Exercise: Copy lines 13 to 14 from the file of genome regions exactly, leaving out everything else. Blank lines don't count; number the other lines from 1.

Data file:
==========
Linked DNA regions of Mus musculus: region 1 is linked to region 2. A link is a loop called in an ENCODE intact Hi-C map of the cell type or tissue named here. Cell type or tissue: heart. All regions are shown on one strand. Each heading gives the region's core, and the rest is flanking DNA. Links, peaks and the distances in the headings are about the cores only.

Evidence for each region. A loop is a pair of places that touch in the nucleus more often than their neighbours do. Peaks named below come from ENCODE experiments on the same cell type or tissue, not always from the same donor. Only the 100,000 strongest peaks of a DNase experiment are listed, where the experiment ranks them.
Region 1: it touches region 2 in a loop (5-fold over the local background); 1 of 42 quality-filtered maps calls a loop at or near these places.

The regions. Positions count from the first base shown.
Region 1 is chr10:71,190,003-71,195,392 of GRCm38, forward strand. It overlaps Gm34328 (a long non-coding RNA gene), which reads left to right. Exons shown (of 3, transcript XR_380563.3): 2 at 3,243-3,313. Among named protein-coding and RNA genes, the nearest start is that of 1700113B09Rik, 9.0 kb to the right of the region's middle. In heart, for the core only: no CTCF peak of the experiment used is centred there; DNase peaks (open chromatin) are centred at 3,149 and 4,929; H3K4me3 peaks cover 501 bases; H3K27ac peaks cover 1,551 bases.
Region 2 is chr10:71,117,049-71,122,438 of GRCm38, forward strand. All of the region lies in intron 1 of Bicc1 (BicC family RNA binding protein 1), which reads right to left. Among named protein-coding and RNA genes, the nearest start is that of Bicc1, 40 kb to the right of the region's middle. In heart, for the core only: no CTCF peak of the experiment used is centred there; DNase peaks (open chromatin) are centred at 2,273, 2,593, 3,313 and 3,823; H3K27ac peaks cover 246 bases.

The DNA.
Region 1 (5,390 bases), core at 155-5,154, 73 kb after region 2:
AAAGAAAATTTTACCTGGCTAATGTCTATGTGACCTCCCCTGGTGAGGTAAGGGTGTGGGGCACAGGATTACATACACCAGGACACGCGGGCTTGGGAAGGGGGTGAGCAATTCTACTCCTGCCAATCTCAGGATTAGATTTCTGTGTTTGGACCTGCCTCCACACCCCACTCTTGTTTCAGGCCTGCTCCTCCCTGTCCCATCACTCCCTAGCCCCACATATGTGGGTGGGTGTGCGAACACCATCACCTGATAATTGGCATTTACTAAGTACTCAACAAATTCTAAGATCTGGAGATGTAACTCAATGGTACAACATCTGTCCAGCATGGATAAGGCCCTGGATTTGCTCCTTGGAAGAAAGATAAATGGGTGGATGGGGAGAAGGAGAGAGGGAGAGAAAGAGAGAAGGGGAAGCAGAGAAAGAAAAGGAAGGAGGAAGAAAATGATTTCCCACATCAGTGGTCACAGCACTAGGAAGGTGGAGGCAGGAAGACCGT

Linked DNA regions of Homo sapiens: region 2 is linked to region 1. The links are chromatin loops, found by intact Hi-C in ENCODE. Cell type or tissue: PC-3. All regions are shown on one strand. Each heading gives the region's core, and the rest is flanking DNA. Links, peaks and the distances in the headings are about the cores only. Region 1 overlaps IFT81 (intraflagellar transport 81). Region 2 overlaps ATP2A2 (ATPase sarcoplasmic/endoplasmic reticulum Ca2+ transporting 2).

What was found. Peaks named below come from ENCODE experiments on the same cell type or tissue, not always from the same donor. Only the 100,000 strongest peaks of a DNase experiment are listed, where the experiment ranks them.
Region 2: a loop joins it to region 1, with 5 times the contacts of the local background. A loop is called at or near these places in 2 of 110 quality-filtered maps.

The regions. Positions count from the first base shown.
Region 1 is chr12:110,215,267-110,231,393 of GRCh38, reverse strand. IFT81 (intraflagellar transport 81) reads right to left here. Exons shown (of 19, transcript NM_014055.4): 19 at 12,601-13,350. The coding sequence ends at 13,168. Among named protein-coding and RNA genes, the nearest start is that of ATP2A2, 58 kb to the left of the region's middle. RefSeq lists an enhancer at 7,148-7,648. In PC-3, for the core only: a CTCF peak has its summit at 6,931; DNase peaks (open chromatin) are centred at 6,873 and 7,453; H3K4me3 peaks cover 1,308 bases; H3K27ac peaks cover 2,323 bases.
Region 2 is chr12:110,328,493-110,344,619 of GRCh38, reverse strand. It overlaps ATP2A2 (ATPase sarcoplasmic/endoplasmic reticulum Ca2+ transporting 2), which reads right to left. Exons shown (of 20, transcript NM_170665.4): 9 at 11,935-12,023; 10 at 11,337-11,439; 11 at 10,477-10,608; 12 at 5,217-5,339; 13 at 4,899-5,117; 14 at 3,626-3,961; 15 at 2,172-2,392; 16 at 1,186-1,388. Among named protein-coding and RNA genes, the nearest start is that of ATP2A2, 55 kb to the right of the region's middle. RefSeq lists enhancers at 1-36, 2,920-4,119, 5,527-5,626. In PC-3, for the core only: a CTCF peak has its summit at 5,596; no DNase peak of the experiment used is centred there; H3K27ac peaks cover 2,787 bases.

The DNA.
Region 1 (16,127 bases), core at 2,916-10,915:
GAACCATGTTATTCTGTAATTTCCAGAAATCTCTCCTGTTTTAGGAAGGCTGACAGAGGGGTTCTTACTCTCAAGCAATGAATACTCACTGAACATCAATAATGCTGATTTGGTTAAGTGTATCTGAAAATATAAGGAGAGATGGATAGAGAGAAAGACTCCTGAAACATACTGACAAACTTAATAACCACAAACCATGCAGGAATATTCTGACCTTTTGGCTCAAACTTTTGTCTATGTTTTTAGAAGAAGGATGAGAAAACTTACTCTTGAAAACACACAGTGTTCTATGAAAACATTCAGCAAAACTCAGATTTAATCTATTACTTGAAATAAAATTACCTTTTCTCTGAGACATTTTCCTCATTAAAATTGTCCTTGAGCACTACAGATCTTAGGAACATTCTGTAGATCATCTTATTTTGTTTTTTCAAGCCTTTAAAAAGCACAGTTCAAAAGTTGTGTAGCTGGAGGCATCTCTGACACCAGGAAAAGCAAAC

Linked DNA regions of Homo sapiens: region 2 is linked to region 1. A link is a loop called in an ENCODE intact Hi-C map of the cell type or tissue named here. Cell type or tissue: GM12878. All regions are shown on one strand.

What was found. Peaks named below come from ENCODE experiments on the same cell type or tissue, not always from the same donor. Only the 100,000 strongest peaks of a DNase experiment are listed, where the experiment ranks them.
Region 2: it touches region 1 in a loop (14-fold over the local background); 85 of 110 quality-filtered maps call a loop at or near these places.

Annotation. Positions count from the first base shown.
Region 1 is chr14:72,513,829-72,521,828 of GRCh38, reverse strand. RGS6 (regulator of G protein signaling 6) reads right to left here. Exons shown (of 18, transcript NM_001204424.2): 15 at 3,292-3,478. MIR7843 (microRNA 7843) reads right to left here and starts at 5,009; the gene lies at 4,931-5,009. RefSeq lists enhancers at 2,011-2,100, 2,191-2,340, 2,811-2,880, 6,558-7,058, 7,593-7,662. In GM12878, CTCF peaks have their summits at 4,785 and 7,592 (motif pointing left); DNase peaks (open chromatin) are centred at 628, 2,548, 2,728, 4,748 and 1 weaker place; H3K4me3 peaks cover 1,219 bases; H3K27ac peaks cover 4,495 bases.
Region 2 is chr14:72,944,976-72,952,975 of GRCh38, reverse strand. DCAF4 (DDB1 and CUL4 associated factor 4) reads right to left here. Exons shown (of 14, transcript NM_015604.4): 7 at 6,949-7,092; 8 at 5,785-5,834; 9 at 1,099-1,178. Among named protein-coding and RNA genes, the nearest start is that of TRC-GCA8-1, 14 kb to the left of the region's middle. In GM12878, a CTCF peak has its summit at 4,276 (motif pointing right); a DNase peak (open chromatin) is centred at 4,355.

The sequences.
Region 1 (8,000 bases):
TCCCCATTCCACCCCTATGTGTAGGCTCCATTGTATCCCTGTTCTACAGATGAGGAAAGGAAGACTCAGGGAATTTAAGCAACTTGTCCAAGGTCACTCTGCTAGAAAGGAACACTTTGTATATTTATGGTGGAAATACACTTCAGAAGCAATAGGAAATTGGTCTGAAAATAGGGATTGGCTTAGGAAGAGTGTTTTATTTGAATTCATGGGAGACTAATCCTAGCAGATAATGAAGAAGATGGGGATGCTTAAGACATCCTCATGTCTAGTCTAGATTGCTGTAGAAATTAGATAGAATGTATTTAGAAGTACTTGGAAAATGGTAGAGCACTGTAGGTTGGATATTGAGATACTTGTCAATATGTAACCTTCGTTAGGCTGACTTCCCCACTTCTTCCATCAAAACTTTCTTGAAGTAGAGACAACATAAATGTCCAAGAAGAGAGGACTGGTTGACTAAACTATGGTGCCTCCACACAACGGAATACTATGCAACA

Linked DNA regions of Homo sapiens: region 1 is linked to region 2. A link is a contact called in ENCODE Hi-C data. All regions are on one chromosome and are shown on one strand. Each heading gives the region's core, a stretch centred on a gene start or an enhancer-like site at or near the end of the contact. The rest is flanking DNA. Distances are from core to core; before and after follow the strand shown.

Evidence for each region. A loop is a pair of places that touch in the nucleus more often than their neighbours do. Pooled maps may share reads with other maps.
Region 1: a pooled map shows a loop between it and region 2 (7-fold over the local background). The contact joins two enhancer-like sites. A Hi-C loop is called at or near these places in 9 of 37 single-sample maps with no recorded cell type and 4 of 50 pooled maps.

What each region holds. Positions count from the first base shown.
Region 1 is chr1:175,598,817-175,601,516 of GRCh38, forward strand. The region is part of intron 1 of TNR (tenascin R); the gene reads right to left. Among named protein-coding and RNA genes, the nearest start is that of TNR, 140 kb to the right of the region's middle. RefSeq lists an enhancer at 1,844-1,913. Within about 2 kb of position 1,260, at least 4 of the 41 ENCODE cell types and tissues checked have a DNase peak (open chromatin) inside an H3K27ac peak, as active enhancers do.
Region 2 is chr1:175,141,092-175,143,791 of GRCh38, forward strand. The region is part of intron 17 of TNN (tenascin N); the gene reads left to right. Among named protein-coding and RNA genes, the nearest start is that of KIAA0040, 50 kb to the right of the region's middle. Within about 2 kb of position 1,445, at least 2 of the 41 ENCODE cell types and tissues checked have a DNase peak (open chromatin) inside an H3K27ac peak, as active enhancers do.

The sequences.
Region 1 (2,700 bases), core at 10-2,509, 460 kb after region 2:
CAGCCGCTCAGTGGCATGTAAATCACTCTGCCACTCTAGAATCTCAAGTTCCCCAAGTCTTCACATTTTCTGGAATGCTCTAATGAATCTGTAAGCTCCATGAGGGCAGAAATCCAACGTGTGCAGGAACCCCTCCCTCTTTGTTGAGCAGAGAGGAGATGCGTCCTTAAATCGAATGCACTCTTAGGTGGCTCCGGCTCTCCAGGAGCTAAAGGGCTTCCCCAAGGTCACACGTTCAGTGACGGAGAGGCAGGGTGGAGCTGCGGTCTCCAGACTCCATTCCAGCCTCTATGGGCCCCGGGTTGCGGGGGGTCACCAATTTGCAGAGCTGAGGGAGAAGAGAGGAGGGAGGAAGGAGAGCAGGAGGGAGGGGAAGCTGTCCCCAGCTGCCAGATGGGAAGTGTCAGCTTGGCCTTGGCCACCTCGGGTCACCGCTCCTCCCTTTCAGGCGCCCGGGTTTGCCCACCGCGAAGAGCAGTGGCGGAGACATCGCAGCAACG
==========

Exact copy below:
The regions. Positions count from the first base shown.
Region 1 is chr12:110,215,267-110,231,393 of GRCh38, reverse strand. IFT81 (intraflagellar transport 81) reads right to left here. Exons shown (of 19, transcript NM_014055.4): 19 at 12,601-13,350. The coding sequence ends at 13,168. Among named protein-coding and RNA genes, the nearest start is that of ATP2A2, 58 kb to the left of the region's middle. RefSeq lists an enhancer at 7,148-7,648. In PC-3, for the core only: a CTCF peak has its summit at 6,931; DNase peaks (open chromatin) are centred at 6,873 and 7,453; H3K4me3 peaks cover 1,308 bases; H3K27ac peaks cover 2,323 bases.